Activities of daily living (ADLs) are self-care activities that are important for health maintenance and independent living. ADLs comprise a broad spectrum of activities, traditionally classified as basic and instrumental ADLs (BADLs and IADLs, respectively). BADLs, also called physical or self-maintenance ADLs, are life-sustaining self-care activities such as feeding, grooming, bathing, dressing, toileting, and ambulation. IADLs are more complex activities that are necessary for independent living, such as using the telephone, preparing meals, shopping, managing finances, taking medications, arranging appointments, and driving. These activities are important for participating in one’s usual work, social, or leisure roles.
The evolution of the concept of ADLs is reflected in the development of instruments to measure these abilities (McDowell & Newell, 1996). Measures of BADLs were first developed in the 1940s and 1950s, primarily out of the needs to assess fitness for military duty in World War II and to determine the required levels of care for institutionalized older adults and those with chronic illnesses. These early measures include the PULSES profile, the Barthel Index, and the Katz Index of ADL, among others. Later, in the 1960s and 1970s, there was increased interest in caring for older and disabled individuals in the community, and this spawned the need for tools to measure IADLs that are important for independent living. Some of the first of these measures were Lawton and Brody’s IADL Scale and the Disability Interview Schedule.
ADLs are of interest across various health disciplines. Current knowledge in this area is based on research conducted by psychologists, occupational therapists, nurses, psychiatrists, neurologists, and social workers, among others.
Relevance to Neuropsychology
For the neuropsychologist, an understanding of the patient’s level of independence in ADLs, and in particular IADLs, is of interest for several reasons. The diagnosis of a number of cognitive and mental disorders requires an appraisal of the patient’s functional ability (American Psychiatric Association, 2000). For example, impairment in adaptive or functional ability is a diagnostic criterion for mental retardation and for schizophrenia. Impaired daily functioning is also required for the diagnosis of dementia and is one of the defining differences between dementia (in which IADLs are impaired) and mild cognitive impairment (in which IADLs are intact or minimally affected).
Increasingly, the evaluation of daily functioning is also used to identify appropriate treatments for cognitive and mental disorders. In particular, an important part of determining the effectiveness of behavioral or pharmacological interventions is measuring the impact of the intervention on the patient’s daily functional ability, in addition to cognitive or affective outcomes.
Assessment of ADLs
Assessment of ADLs can be accomplished in a number of ways. Real-world observation of the patient in his or her own home provides relevant, objective information about daily function. However, this method is obviously time and labor intensive, and there are practical limits to the number of behaviors that can be observed within a given time period. An alternative is the use of performance-based measures, which require the patient to complete functional tasks – such as preparing a meal, using the telephone, or making personal financial transactions – that are presented in a standardized way in the laboratory or clinic. A number of such instruments have been developed to measure single or multiple functional domains. Tests include the Direct Assessment of Functional Status, the Independent Living Scales, the Structured Assessment of Independent Living Skills, the Medication Management Abilities Assessment, and many others.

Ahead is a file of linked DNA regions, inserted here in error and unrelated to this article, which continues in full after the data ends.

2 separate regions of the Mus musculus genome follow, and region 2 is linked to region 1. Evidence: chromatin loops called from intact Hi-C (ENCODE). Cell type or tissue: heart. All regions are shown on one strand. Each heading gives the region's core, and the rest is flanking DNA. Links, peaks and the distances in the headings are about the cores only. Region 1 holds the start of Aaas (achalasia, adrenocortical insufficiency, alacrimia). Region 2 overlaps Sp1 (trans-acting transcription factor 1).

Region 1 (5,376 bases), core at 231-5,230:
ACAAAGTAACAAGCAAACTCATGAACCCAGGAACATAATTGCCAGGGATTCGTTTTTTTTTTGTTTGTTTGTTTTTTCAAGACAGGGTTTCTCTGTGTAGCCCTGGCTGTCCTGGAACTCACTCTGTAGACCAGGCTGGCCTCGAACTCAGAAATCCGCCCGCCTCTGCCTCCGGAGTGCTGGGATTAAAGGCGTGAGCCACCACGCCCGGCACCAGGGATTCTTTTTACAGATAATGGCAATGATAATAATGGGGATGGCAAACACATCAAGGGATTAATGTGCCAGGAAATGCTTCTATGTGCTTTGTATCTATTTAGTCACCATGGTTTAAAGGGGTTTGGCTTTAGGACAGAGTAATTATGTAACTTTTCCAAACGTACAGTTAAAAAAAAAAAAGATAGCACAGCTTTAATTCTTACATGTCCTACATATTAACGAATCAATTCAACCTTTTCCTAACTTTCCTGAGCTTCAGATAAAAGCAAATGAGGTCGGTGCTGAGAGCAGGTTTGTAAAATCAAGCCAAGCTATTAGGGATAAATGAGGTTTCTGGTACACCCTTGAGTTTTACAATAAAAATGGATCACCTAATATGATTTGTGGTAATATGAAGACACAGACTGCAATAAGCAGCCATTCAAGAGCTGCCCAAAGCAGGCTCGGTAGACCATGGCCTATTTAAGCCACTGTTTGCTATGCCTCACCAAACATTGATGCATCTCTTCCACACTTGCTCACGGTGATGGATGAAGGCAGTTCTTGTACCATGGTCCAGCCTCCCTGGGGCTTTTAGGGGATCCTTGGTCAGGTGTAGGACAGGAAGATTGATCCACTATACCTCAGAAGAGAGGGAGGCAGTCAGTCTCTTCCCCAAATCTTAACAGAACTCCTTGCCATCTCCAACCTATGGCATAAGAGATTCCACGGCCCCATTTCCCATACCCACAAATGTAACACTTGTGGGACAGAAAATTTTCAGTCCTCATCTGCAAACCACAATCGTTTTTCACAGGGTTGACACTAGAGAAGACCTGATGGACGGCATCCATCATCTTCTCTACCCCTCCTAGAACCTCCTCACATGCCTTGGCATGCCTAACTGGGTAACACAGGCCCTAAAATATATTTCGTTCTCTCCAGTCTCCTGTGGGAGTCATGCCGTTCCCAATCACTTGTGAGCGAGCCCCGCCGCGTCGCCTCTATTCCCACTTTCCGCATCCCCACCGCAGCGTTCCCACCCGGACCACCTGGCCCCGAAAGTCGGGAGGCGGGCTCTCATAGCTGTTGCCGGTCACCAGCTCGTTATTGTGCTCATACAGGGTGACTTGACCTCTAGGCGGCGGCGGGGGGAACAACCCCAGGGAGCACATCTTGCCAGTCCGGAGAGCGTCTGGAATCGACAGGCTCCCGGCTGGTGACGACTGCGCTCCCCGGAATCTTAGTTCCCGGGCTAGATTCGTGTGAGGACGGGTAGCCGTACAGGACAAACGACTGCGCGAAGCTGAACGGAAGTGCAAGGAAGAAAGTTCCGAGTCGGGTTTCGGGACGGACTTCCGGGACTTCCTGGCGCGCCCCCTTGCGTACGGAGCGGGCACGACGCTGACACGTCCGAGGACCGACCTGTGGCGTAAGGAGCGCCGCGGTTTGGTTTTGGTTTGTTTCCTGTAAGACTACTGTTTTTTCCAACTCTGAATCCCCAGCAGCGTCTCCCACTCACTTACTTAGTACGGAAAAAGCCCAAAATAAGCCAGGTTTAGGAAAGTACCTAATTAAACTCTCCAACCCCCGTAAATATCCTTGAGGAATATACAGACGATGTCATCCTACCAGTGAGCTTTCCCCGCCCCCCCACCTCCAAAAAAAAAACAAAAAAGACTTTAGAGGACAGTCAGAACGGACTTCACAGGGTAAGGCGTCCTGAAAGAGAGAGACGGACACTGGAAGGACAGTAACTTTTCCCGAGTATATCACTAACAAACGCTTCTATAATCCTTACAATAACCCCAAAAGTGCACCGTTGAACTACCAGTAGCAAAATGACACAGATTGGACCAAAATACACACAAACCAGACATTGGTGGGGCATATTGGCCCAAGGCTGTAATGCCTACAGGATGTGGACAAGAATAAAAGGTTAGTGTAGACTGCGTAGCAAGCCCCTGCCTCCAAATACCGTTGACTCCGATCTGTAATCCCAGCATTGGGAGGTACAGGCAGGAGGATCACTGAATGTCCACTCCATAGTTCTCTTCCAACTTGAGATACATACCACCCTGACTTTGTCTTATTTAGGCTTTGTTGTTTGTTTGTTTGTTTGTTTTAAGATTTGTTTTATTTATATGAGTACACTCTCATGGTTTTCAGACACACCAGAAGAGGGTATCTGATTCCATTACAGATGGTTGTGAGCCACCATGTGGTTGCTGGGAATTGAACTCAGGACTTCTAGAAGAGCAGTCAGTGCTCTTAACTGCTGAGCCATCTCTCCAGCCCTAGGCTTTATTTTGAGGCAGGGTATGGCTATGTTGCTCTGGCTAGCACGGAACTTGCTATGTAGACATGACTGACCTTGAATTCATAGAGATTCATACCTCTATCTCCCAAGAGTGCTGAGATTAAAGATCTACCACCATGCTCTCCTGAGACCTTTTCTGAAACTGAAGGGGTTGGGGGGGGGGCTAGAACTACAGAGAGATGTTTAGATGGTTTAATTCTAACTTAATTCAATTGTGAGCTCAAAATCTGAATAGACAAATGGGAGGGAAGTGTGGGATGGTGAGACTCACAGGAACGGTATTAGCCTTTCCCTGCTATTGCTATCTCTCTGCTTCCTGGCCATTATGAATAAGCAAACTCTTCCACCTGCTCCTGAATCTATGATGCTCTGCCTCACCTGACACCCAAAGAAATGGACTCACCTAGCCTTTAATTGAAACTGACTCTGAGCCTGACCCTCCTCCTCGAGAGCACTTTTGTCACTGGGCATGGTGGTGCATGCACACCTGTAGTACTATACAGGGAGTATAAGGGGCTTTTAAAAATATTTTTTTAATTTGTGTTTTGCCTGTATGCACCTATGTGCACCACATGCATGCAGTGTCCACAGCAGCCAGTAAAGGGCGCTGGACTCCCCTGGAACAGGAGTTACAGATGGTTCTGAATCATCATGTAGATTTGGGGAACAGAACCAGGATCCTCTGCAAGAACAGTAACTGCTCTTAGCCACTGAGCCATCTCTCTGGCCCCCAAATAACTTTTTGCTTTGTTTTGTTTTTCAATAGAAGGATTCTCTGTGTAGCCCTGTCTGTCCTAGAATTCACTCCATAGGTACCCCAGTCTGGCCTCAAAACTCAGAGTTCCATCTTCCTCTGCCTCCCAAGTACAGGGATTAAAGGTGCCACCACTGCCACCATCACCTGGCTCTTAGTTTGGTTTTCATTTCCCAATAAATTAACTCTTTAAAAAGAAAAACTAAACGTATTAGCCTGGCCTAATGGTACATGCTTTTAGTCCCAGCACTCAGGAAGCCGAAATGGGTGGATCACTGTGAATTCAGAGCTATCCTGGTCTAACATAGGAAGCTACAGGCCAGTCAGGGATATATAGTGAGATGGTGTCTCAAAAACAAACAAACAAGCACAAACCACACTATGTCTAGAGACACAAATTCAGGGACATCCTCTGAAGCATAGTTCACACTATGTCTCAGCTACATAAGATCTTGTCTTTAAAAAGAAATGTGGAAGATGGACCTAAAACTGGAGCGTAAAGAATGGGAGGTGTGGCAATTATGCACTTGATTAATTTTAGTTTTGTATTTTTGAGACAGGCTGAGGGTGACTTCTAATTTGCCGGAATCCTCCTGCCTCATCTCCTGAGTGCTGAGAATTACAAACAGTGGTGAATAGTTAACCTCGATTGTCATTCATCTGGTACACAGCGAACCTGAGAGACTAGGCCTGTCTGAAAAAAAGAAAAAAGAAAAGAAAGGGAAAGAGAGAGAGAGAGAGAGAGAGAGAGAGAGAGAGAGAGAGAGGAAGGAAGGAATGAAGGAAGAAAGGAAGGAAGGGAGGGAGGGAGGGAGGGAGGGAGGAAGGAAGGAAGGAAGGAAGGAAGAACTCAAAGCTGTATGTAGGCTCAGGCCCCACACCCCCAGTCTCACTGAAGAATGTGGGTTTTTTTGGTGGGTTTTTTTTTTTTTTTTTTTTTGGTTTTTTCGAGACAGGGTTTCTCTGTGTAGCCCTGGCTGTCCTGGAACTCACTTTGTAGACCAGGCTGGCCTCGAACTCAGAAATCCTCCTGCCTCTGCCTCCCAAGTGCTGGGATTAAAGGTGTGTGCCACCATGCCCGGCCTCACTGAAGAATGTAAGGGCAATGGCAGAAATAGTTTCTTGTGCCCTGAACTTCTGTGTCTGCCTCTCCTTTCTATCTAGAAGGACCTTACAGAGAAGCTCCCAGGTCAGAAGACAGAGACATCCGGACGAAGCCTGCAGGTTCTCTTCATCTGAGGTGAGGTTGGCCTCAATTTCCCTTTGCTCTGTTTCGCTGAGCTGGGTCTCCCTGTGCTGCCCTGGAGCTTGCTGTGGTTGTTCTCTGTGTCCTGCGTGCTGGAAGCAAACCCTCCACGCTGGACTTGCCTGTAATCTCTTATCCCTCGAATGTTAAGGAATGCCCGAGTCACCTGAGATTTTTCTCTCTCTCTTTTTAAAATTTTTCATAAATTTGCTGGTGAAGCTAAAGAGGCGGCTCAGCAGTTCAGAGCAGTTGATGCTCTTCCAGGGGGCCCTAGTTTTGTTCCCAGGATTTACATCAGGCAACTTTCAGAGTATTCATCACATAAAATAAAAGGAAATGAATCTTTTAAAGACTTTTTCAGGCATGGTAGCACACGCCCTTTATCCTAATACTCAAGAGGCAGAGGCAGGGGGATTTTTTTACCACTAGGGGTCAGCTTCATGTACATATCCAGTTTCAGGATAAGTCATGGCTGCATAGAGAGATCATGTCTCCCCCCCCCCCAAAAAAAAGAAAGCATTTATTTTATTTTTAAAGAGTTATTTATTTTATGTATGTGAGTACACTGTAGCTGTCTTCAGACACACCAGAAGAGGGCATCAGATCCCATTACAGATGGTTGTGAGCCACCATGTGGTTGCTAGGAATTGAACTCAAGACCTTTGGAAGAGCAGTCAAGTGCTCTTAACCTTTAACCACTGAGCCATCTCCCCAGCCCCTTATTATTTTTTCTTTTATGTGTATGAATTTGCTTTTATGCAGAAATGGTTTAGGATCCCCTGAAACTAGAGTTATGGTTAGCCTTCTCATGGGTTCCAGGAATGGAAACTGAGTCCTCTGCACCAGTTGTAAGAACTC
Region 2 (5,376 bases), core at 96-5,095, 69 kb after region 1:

The use of questionnaires administered either on paper or by interview allows the sampling of a large number of behaviors in a short period of time. Self-report questionnaires may be appropriate for use with cognitively-normal or mildly impaired populations. In the evaluation of dementia and other cognitive disorders, however, self-reported abilities may be difficult to interpret because of disease-related decreases in self-awareness. The use of informant-based questionnaires avoids this limitation, although informants can also be biased in their reports and may not always be available. Nevertheless, this is one of the most common methods for measuring IADLs, and a large number of informant-based questionnaires exist, such as the Lawton-Brody IADL Scale, the Bristol ADL Scale, and the ADL questionnaire.
The choice of which particular method of assessment to be used will depend, in addition to practical considerations such as time, on the purpose of the assessment. Real-word observations and performance-based measures provide information about what the person is capable of doing. Questionnaires, on the other hand, measure what the individual is actually doing in his or her day-to-day life.
Although there are a large number of relevant instruments that have been developed to assess ADLs, they vary in terms of how well their psychometric properties have been characterized. Systematic literature reviews (e.g., Moore, Palmer, Patterson, & Jeste, 2007; Sikkes, de Lange-de Klerk, Pijnenburg, Scheltens, & Uitdehaag, 2009) indicate that, for many of these measures, there is a need for better theoretical justification of the content of the instrument, additional information about test validity and reliability, indication of what constitutes a meaningful change over time, information about the relation between test performance and actual real-world functioning, and the development of comprehensive normative data.